The Kiwi Cove Community Garden has been growing food exclusively for the Ladysmith Food Bank since 2008, on a garden plot approximately 140’ x 34’ donated by the Kiwi Cove Lodge. The garden is managed by a revolving cast of volunteers, which has varied in numbers from 4-6 people in the early years, to as many as 12-15 volunteers this year. Typically, harvesting takes place on Monday or Tuesday mornings (depending upon the Food Bank distribution schedule), and several other days of the week are scheduled for weeding and general garden maintenance.
On average, the Kiwi Cove Community Garden has grown approximately 2500 lbs. of produce every year – some years slightly less, and some years more, depending upon weather conditions, yields, and other natural factors. But for the past several years, one of our volunteers had provided the garden with the use of her greenhouse for starts, and we have relied heavily on West Coast Seeds for seed donations. This has allowed us to get plants in the ground earlier, and has increased our yields considerably. Last year, we delivered approximately 4300 lbs. of produce to the Food Bank, which was our highest total since the garden’s beginnings. We are hoping for similar production this year, and are off to a good start. The garden is not certified as organic, but we use no chemical fertilizers, pesticides or herbicides. We keep yearly production logs of all vegetables which we grow, which allows us to track our successes and failures, and helps us to adjust supply from year to year according the needs of the Food Bank.
Our funding sources in past years have been varied (donations, matching grants, fund-raisers), but for the past several years we have received a yearly grant from the Ladysmith Resource Centre Association (LRCA), an “umbrella” organization which manages the Ladysmith Food Bank. The $400 - $500 which the LRC makes available to us every year covers such things as organic fertilizer, dolomite, fencing materials, soil testing lab fees, ground cloth for weed control, floating row cover for insect control, irrigation piping and sprinkler heads, and the occasional purchase of selective starts (onions, especially) from a local garden center. We also solicit plant donations from several local plant nurseries, and in recent years have benefited substantially, as previously mentioned, from seed donations from West Coast Seeds.
The Ladysmith Food Bank serves approximately 500 clients at present, which includes families. The Food Bank presently coordinates with other food placement and sustainability organizations in the vicinity, and has developed sharing arrangements with food distribution service programs in both Chemainus and Nanaimo. For the past several years, the Ladysmith Food Bank has relied on the Kiwi Cove Community Garden during June, July and August for all of its fresh produce, and with new distribution systems in place, we have been assured by the Ladysmith Food Bank coordinator that nothing we send to them will go to waste. Consequently, with an increase in volunteer numbers over the past few years, and with the West Coast Seed donations and the use of a greenhouse, we have dedicated ourselves to maximizing yields and squeezing as many plants as possible into our plot.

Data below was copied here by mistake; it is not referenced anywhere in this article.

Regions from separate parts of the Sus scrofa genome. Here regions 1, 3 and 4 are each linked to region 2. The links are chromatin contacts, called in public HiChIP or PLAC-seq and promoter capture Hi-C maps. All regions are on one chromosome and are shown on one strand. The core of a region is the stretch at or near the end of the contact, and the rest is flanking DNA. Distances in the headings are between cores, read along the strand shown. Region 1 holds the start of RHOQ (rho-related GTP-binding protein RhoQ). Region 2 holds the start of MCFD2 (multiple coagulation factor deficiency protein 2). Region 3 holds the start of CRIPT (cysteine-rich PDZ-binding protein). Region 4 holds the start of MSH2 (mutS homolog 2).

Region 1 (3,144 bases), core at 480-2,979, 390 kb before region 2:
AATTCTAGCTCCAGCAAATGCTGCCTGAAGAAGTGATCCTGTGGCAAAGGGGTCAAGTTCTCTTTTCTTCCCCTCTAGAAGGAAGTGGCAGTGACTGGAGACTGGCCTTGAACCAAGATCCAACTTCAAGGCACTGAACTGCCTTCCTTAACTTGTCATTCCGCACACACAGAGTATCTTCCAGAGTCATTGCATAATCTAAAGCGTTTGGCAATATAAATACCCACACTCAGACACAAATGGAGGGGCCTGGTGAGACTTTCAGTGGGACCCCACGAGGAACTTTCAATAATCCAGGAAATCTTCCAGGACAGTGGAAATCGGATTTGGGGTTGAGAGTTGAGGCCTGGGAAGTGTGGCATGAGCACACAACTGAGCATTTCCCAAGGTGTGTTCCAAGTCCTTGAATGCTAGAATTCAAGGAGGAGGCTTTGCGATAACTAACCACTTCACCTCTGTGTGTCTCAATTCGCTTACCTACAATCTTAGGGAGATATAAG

The needs and preferences of our client base are always uppermost in our minds, so we always focus on “core” vegetables such as carrots, potatoes, cabbage, tomatoes, onions, lettuce, broccoli, green and yellow beans, beets, summer squash, and so on. But we also set aside a small portion of the garden where we can try our luck with specialty vegetables and herbs such as eggplant, basil, dill, peppers and celery. Some years we have good luck with those – and some years, we don’t. It all depends upon the season.
One of the side benefits of our community garden during the pandemic is that it has allowed our volunteers to interact in an outdoor setting while maintaining appropriate social distancing. Most of our garden sessions include a coffee and tea break (iced and hot), with an assortment of pastries. We sit in a large circle, and conversation is varied and lively, ranging from garden tips and techniques to local politics. So the garden has become an opportunity for social engagement as well as an important source of produce for the local and regional population.
The Lodge where the garden is located has recently changed hands, and we have had preliminary conversations with the new owner. We are hoping to continue our operation next year under the new ownership.
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